Lamentations 5:7
Our fathers have sinned, and are not; and we have borne their iniquities.
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(7) We have borne their iniquities.—The words seem at first parallel to the proverb of the “sour grapes” in Jeremiah 31:29; Ezekiel 18:2. Here, however, it is followed in Lamentations 5:16 by a confession of personal guilt, and the complaint is simply that the former generation of offenders had passed away without the punishment which now fell upon their descendants, who thus had to bear, as it were, a double penalty.

Lamentations 5:7-10. Our fathers have sinned, and are not — Death hath secured our fathers from these evils, though they had sinned; but the punishment they escaped, we suffer in the most grievous degree: see note on Jeremiah 31:29. The expression, is not, or, are not, is often used of those who are departed out of this world, Genesis 42:13. Servants have ruled over us — Servants to the great men among the Chaldeans, and other strangers, are become our masters, Nehemiah 5:15. We gat our bread with the peril of our lives, &c. — It was at the hazard of our lives that we brought in the grain out of the fields, on account of the robbers who infested the country. Blaney thinks that the prophet refers here to the incursions of the Arabian free-booters, who, he supposes, might not be improperly styled, the sword of the wilderness, to whose depredations the people, on account of their weak and helpless state, were continually exposed, while they followed their necessary business. Our skin was black like an oven — Famine and other hardships changed the very colour of our countenances.5:1-16 Is any afflicted? Let him pray; and let him in prayer pour out his complaint to God. The people of God do so here; they complain not of evils feared, but of evils felt. If penitent and patient under what we suffer for the sins of our fathers, we may expect that He who punishes, will return in mercy to us. They acknowledge, Woe unto us that we have sinned! All our woes are owing to our own sin and folly. Though our sins and God's just displeasure cause our sufferings, we may hope in his pardoning mercy, his sanctifying grace, and his kind providence. But the sins of a man's whole life will be punished with vengeance at last, unless he obtains an interest in Him who bare our sins in his own body on the tree.And are not; and we ... - Or, they are not; "we have borne their iniquities." Our fathers who began this national apostasy died before the hour of punishment. 7. (Jer 31:29).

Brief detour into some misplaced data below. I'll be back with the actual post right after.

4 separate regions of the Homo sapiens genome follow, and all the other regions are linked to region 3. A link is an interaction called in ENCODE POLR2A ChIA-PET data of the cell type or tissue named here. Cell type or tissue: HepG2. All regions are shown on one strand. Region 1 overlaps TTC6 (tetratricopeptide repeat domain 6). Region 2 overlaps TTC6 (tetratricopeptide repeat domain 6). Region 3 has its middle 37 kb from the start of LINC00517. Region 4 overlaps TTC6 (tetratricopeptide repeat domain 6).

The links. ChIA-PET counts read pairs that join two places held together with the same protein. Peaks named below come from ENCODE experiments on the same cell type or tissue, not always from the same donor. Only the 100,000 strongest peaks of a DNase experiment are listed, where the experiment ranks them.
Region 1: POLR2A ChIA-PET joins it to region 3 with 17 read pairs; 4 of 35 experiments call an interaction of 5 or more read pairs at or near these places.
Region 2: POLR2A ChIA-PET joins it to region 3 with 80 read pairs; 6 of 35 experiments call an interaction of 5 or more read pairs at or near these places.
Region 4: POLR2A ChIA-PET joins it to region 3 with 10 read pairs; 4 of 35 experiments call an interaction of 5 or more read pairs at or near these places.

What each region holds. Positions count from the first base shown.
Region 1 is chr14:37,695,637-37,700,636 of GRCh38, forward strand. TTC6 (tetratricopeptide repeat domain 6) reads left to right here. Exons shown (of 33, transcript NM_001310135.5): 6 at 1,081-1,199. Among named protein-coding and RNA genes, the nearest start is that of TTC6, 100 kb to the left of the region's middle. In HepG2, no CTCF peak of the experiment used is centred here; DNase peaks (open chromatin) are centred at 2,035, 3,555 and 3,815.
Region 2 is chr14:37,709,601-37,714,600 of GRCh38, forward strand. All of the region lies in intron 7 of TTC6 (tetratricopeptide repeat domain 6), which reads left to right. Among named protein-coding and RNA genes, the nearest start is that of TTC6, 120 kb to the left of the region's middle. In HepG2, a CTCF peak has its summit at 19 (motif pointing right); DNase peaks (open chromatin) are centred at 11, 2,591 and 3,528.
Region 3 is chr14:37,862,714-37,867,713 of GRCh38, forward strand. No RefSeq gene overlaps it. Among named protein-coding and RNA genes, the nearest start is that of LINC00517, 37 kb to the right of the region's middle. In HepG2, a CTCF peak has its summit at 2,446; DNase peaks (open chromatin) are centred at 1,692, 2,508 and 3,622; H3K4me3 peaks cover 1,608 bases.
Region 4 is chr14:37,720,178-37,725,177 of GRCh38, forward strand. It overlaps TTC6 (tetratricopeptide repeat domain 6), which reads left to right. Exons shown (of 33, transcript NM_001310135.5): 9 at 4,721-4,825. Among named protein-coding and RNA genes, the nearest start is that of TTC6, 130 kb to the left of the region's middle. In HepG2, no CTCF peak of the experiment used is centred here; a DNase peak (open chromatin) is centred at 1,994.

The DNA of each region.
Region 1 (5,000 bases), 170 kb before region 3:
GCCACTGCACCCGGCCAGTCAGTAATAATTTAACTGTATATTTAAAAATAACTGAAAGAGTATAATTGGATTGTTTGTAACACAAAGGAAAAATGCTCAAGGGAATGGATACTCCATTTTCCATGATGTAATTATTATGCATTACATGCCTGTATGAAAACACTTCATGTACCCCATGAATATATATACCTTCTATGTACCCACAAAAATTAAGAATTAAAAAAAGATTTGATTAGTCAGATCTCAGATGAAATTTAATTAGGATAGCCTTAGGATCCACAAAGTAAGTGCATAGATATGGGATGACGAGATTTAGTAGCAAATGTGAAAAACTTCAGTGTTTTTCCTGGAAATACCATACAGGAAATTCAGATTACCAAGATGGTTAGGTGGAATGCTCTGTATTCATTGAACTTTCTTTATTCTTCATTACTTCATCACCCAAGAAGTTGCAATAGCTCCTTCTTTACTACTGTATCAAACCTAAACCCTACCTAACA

borne their iniquities—that is, the punishment of them. The accumulated sins of our fathers from age to age, as well as our own, are visited on us. They say this as a plea why God should pity them (compare Eze 18:2, &c.).

We must not understand this in the same sense as Ezekiel 18:2, where God reflecteth upon them for using a proverb to this sense. It is the prophet who here speaketh, and in the name of the godly Jews, who would not excuse themselves as if they suffered merely for their forefathers’ sins. But the prophet confesseth and bewaileth that God had punished their iniquities and the iniquities of their forefathers together; and it was better with their forefathers who had sinned, and were dead and gone, than with them, upon whom the punishment of their iniquity did abide, and was like so to do a long time. Our fathers have sinned, and are not,.... In the world, as the Targum adds; they were in being, but not on earth; they were departed from hence, and gone into another world; and so were free from the miseries and calamities their children were attended with, and therefore more happy: